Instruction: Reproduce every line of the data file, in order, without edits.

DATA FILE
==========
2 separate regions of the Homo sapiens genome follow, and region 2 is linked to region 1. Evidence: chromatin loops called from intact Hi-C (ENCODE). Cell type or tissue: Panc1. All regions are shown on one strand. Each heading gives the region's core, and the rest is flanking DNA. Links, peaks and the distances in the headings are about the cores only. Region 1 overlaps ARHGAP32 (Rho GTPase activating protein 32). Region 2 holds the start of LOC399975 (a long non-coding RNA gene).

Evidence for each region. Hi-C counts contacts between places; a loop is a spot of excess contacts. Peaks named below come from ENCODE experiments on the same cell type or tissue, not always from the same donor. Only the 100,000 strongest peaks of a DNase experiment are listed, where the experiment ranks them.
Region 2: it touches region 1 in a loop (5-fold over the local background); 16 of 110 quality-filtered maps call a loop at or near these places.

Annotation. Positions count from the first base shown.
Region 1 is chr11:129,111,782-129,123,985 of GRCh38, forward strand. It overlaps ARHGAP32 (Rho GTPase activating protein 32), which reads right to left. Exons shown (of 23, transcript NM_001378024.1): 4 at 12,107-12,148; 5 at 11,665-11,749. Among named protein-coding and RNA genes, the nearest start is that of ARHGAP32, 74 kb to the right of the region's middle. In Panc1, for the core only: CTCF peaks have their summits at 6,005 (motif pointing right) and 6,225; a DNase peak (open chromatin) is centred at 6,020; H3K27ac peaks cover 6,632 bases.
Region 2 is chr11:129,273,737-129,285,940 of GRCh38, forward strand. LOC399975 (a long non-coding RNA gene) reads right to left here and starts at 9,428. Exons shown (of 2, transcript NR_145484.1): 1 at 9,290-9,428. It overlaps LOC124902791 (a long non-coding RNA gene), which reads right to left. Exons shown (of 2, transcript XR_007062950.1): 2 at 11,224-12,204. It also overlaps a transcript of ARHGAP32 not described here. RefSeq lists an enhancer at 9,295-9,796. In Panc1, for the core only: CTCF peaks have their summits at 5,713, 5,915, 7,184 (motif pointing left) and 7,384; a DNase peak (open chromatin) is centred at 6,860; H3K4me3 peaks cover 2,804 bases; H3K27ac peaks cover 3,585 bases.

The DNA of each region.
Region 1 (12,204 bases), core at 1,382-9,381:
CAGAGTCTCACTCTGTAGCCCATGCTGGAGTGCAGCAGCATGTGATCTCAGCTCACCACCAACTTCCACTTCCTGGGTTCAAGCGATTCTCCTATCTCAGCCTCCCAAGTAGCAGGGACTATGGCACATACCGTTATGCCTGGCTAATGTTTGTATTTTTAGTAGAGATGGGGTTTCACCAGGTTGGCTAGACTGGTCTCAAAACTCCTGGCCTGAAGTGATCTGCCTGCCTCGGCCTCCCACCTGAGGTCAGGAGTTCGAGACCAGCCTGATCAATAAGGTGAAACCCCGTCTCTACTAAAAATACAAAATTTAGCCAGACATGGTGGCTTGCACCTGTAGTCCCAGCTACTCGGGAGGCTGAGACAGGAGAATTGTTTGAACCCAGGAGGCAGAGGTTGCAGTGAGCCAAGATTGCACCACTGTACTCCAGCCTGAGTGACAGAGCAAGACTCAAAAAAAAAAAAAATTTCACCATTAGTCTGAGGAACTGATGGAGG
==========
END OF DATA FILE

2 separate regions of the Homo sapiens genome follow, and region 2 is linked to region 1. Evidence: chromatin loops called from intact Hi-C (ENCODE). Cell type or tissue: Panc1. All regions are shown on one strand. Each heading gives the region's core, and the rest is flanking DNA. Links, peaks and the distances in the headings are about the cores only. Region 1 overlaps ARHGAP32 (Rho GTPase activating protein 32). Region 2 holds the start of LOC399975 (a long non-coding RNA gene).

Evidence for each region. Hi-C counts contacts between places; a loop is a spot of excess contacts. Peaks named below come from ENCODE experiments on the same cell type or tissue, not always from the same donor. Only the 100,000 strongest peaks of a DNase experiment are listed, where the experiment ranks them.
Region 2: it touches region 1 in a loop (5-fold over the local background); 16 of 110 quality-filtered maps call a loop at or near these places.

Annotation. Positions count from the first base shown.
Region 1 is chr11:129,111,782-129,123,985 of GRCh38, forward strand. It overlaps ARHGAP32 (Rho GTPase activating protein 32), which reads right to left. Exons shown (of 23, transcript NM_001378024.1): 4 at 12,107-12,148; 5 at 11,665-11,749. Among named protein-coding and RNA genes, the nearest start is that of ARHGAP32, 74 kb to the right of the region's middle. In Panc1, for the core only: CTCF peaks have their summits at 6,005 (motif pointing right) and 6,225; a DNase peak (open chromatin) is centred at 6,020; H3K27ac peaks cover 6,632 bases.
Region 2 is chr11:129,273,737-129,285,940 of GRCh38, forward strand. LOC399975 (a long non-coding RNA gene) reads right to left here and starts at 9,428. Exons shown (of 2, transcript NR_145484.1): 1 at 9,290-9,428. It overlaps LOC124902791 (a long non-coding RNA gene), which reads right to left. Exons shown (of 2, transcript XR_007062950.1): 2 at 11,224-12,204. It also overlaps a transcript of ARHGAP32 not described here. RefSeq lists an enhancer at 9,295-9,796. In Panc1, for the core only: CTCF peaks have their summits at 5,713, 5,915, 7,184 (motif pointing left) and 7,384; a DNase peak (open chromatin) is centred at 6,860; H3K4me3 peaks cover 2,804 bases; H3K27ac peaks cover 3,585 bases.

The DNA of each region.
Region 1 (12,204 bases), core at 1,382-9,381:
CAGAGTCTCACTCTGTAGCCCATGCTGGAGTGCAGCAGCATGTGATCTCAGCTCACCACCAACTTCCACTTCCTGGGTTCAAGCGATTCTCCTATCTCAGCCTCCCAAGTAGCAGGGACTATGGCACATACCGTTATGCCTGGCTAATGTTTGTATTTTTAGTAGAGATGGGGTTTCACCAGGTTGGCTAGACTGGTCTCAAAACTCCTGGCCTGAAGTGATCTGCCTGCCTCGGCCTCCCACCTGAGGTCAGGAGTTCGAGACCAGCCTGATCAATAAGGTGAAACCCCGTCTCTACTAAAAATACAAAATTTAGCCAGACATGGTGGCTTGCACCTGTAGTCCCAGCTACTCGGGAGGCTGAGACAGGAGAATTGTTTGAACCCAGGAGGCAGAGGTTGCAGTGAGCCAAGATTGCACCACTGTACTCCAGCCTGAGTGACAGAGCAAGACTCAAAAAAAAAAAAAATTTCACCATTAGTCTGAGGAACTGATGGAGG